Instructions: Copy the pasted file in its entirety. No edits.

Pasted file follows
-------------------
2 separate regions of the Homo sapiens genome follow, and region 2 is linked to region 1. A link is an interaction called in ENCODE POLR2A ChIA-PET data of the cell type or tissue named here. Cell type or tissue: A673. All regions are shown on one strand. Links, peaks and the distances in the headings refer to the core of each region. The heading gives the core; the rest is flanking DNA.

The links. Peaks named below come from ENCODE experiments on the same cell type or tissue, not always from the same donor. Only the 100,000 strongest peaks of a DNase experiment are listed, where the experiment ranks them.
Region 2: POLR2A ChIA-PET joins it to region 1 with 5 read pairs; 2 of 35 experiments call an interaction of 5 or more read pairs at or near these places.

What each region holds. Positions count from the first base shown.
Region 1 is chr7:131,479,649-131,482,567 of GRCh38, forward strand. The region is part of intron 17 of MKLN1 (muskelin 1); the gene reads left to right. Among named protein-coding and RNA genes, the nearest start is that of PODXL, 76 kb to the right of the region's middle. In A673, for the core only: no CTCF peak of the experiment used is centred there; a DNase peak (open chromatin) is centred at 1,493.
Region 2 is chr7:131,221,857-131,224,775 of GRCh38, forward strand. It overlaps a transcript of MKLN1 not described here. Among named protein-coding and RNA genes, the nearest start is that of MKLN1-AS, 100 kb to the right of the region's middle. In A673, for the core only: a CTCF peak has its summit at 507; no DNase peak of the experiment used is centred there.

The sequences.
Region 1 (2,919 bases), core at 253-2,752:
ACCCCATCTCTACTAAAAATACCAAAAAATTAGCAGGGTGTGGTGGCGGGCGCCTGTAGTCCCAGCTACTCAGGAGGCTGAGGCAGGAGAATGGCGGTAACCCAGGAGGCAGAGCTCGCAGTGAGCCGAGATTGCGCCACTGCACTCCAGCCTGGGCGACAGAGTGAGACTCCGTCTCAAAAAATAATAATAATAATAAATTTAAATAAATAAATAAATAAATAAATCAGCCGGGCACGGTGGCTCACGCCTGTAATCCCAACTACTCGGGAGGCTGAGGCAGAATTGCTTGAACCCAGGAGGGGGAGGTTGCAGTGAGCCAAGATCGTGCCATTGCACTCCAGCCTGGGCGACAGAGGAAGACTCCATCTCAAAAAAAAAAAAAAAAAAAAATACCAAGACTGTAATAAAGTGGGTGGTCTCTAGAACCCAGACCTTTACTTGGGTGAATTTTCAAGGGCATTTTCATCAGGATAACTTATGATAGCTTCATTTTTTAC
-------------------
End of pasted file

2 separate regions of the Homo sapiens genome follow, and region 2 is linked to region 1. A link is an interaction called in ENCODE POLR2A ChIA-PET data of the cell type or tissue named here. Cell type or tissue: A673. All regions are shown on one strand. Links, peaks and the distances in the headings refer to the core of each region. The heading gives the core; the rest is flanking DNA.

The links. Peaks named below come from ENCODE experiments on the same cell type or tissue, not always from the same donor. Only the 100,000 strongest peaks of a DNase experiment are listed, where the experiment ranks them.
Region 2: POLR2A ChIA-PET joins it to region 1 with 5 read pairs; 2 of 35 experiments call an interaction of 5 or more read pairs at or near these places.

What each region holds. Positions count from the first base shown.
Region 1 is chr7:131,479,649-131,482,567 of GRCh38, forward strand. The region is part of intron 17 of MKLN1 (muskelin 1); the gene reads left to right. Among named protein-coding and RNA genes, the nearest start is that of PODXL, 76 kb to the right of the region's middle. In A673, for the core only: no CTCF peak of the experiment used is centred there; a DNase peak (open chromatin) is centred at 1,493.
Region 2 is chr7:131,221,857-131,224,775 of GRCh38, forward strand. It overlaps a transcript of MKLN1 not described here. Among named protein-coding and RNA genes, the nearest start is that of MKLN1-AS, 100 kb to the right of the region's middle. In A673, for the core only: a CTCF peak has its summit at 507; no DNase peak of the experiment used is centred there.

The sequences.
Region 1 (2,919 bases), core at 253-2,752:
ACCCCATCTCTACTAAAAATACCAAAAAATTAGCAGGGTGTGGTGGCGGGCGCCTGTAGTCCCAGCTACTCAGGAGGCTGAGGCAGGAGAATGGCGGTAACCCAGGAGGCAGAGCTCGCAGTGAGCCGAGATTGCGCCACTGCACTCCAGCCTGGGCGACAGAGTGAGACTCCGTCTCAAAAAATAATAATAATAATAAATTTAAATAAATAAATAAATAAATAAATCAGCCGGGCACGGTGGCTCACGCCTGTAATCCCAACTACTCGGGAGGCTGAGGCAGAATTGCTTGAACCCAGGAGGGGGAGGTTGCAGTGAGCCAAGATCGTGCCATTGCACTCCAGCCTGGGCGACAGAGGAAGACTCCATCTCAAAAAAAAAAAAAAAAAAAAATACCAAGACTGTAATAAAGTGGGTGGTCTCTAGAACCCAGACCTTTACTTGGGTGAATTTTCAAGGGCATTTTCATCAGGATAACTTATGATAGCTTCATTTTTTAC